Paul has finally arrived in Jerusalem after his 3rd missionary journey. He relates the works of God among the Gentiles to James and the elders, but then James informs him of a group of Jews that believe roomers that Paul is castigating the Moses and the Law in such a way that it is offensive to Jewish sensibilities. Paul agrees with the elders to submit with 4 other men in the process of a Nazarite cleansing ceremony and offerings, but before he is able to finish this ceremonial cleansing, the people pull Paul out to accuse him of teaching against the people and the law. Paul is beaten for doing what is right, and Eventually the authorities (the tribune – v. 31) have to step in to stop the beating of Paul by arresting him and imprisoning him.
Paul did not compromise his convictions concerning the gospel as some people believe, but was able to accommodate to Jewish sensibilities (He became a Jew to win the Jews (1 Cor. 9:20) He did not allow his freedom to tear down weaker brothers. The Jews in this chapter are the weaker Christians and the Gentiles the Stronger.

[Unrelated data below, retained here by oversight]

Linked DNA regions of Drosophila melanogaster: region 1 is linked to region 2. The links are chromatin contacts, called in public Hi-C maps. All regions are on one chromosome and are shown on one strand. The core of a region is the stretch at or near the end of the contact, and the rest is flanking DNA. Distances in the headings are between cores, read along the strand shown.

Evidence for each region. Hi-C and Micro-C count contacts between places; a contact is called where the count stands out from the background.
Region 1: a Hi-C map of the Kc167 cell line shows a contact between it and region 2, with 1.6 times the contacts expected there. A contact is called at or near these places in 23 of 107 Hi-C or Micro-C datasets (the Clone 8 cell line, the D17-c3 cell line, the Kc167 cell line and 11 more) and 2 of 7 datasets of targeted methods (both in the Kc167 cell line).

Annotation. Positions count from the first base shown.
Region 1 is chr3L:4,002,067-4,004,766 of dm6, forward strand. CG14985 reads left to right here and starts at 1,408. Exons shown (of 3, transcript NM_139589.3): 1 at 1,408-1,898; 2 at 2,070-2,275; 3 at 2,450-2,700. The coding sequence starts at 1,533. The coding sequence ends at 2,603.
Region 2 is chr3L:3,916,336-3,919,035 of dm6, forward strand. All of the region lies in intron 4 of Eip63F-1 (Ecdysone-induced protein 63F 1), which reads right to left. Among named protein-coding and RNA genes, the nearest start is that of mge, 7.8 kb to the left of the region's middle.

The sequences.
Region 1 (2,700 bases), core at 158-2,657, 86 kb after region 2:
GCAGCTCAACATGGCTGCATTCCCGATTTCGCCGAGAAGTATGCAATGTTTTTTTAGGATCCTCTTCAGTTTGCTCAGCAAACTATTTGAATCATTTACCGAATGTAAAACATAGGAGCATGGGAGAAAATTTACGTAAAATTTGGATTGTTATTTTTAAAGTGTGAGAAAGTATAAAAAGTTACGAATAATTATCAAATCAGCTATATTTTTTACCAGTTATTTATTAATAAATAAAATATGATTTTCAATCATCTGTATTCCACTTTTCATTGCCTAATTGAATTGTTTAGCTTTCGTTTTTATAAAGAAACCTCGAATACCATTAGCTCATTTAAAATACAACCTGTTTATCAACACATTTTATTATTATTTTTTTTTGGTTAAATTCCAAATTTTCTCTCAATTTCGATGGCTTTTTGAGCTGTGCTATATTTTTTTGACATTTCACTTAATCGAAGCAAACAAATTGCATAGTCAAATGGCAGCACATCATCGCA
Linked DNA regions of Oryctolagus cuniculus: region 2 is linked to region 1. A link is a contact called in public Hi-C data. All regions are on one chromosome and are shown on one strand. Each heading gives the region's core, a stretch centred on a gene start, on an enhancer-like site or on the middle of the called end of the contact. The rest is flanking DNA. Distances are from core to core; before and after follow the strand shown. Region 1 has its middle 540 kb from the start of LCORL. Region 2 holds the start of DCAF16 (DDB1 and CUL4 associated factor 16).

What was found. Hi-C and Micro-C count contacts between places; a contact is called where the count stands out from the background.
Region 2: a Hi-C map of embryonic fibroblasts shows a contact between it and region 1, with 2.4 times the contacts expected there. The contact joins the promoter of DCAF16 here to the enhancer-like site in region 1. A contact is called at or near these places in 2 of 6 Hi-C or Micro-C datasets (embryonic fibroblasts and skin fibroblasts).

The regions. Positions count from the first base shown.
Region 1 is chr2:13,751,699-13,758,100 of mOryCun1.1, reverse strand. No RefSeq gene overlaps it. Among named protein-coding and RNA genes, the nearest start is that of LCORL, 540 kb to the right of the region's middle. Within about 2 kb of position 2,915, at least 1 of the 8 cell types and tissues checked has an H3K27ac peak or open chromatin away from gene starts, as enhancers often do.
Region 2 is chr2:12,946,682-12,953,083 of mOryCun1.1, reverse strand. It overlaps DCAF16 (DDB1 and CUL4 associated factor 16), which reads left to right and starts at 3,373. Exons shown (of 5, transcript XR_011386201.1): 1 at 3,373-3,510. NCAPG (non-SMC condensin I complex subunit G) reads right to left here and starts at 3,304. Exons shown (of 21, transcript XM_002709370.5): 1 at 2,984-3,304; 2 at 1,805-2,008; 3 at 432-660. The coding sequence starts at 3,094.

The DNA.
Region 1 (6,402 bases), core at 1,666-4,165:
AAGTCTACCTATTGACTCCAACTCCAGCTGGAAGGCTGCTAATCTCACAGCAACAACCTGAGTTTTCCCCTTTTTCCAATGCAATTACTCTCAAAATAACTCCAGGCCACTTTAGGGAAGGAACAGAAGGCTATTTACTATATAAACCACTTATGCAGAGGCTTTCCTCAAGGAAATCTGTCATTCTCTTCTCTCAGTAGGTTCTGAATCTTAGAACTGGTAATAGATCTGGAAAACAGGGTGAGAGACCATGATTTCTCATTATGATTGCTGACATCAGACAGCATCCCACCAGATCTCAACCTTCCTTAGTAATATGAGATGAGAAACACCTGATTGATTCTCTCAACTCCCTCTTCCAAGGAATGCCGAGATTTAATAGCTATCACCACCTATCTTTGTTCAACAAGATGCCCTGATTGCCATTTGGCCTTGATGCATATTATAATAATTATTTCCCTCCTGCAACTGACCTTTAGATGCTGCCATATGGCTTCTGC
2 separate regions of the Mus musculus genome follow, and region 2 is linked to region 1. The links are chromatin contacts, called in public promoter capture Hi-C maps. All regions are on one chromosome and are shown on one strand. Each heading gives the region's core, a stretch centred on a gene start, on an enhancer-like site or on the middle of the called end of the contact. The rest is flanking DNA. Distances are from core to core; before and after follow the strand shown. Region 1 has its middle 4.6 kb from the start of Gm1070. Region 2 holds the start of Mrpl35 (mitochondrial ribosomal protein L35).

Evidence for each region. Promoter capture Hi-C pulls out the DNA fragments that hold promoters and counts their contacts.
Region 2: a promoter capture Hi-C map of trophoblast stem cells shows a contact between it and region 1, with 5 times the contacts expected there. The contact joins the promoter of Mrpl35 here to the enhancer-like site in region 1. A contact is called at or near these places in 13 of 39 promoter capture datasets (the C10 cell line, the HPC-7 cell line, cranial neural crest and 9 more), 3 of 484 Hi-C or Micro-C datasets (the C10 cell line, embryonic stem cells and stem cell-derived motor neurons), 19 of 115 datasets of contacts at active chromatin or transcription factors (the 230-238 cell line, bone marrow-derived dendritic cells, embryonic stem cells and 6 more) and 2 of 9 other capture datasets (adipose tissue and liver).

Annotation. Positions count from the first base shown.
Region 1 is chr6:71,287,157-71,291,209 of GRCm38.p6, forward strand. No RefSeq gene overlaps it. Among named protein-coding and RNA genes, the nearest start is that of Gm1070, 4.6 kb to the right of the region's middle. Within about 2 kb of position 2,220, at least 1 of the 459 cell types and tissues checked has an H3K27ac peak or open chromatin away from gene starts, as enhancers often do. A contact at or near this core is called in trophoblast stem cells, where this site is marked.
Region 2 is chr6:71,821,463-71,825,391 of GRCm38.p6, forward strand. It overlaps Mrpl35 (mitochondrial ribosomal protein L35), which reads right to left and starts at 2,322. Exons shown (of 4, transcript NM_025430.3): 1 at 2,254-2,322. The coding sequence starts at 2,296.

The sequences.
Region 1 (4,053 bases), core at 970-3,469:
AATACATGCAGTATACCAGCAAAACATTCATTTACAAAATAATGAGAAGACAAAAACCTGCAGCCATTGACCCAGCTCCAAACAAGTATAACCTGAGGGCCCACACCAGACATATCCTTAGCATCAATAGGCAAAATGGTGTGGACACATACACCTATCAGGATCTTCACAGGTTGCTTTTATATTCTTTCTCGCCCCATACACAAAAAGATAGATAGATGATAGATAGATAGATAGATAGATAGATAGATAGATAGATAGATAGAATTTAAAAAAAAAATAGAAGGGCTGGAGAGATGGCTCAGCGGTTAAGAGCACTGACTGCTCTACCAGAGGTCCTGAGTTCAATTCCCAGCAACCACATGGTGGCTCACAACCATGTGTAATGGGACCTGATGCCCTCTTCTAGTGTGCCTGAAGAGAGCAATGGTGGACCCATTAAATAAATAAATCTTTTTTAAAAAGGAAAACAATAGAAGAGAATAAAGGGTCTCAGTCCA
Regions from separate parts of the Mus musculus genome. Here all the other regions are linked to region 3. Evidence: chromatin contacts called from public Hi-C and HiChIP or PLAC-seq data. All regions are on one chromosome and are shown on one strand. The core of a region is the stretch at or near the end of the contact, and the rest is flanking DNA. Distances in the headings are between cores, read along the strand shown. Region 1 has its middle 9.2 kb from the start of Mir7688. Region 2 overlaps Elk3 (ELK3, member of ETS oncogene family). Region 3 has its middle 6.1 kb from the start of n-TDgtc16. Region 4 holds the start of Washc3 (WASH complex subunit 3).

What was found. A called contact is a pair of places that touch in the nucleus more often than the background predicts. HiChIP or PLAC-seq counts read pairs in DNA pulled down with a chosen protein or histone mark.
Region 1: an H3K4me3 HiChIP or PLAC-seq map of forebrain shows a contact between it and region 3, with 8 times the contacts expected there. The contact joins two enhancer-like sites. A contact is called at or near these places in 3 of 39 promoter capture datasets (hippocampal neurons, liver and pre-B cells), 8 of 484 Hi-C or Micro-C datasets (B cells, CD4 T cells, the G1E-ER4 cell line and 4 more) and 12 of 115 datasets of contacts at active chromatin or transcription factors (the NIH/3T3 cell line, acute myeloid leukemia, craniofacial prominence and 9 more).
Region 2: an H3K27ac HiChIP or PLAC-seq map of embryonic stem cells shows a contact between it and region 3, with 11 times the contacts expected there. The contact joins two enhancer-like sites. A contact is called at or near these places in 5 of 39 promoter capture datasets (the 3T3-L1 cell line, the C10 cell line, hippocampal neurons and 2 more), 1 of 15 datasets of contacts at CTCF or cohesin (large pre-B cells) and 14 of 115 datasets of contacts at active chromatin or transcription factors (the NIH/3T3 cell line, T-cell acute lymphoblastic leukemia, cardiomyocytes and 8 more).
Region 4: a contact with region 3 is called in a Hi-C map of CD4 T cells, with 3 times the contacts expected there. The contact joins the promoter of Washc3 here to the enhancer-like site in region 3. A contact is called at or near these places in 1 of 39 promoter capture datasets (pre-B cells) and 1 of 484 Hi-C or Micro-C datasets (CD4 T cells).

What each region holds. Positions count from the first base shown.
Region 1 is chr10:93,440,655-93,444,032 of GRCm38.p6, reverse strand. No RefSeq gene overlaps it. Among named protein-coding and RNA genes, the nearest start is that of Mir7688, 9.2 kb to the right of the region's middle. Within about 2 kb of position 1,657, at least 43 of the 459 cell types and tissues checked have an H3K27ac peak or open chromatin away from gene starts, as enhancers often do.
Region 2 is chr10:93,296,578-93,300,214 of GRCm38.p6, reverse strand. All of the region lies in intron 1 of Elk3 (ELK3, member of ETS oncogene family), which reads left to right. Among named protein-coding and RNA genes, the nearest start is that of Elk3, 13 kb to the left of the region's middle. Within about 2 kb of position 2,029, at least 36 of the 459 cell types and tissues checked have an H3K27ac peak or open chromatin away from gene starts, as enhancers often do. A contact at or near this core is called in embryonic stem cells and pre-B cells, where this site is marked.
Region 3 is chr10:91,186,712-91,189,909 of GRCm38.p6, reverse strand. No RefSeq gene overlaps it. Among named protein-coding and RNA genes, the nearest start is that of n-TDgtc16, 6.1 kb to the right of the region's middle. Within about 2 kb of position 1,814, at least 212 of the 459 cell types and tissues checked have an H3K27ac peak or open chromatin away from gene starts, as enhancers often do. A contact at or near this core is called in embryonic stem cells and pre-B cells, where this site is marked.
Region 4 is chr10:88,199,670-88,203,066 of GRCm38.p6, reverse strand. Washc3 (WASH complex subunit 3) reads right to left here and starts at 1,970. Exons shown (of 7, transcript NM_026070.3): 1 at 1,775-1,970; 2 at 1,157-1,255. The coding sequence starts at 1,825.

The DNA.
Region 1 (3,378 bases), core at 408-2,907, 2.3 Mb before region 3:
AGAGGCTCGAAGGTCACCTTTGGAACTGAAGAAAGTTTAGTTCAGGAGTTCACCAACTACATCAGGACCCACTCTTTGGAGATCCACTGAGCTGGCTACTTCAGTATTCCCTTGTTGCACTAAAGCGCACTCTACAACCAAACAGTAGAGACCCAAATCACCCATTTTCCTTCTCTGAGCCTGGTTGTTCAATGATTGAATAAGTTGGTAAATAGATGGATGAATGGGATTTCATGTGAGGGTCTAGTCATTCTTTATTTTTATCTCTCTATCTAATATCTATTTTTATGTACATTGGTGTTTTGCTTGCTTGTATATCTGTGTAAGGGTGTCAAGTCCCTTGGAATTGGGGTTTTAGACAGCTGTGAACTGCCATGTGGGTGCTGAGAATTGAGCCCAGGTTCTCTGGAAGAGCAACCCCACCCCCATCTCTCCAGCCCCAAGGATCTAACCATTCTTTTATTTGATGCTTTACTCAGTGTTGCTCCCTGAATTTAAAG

In Acts 15 the Jerusalem counsel including James decided that the Gentiles did not need to keep the Jewish laws in order to be saved. Here in Acts 21, Paul is showing us that in a Jewish culture that one should be accommodating to weaker brothers when it doesn't involve denying the Gospel.
You don't need to compromise your beliefs, but you can accommodate weaker brothers in Christ. One should always remember that even if accommodation is the right thing to do, it doesn't guarantee that everything will turn out right. Christians will suffer for doing what is Right, just don't compromise for the sake of unity – stick to your convictions.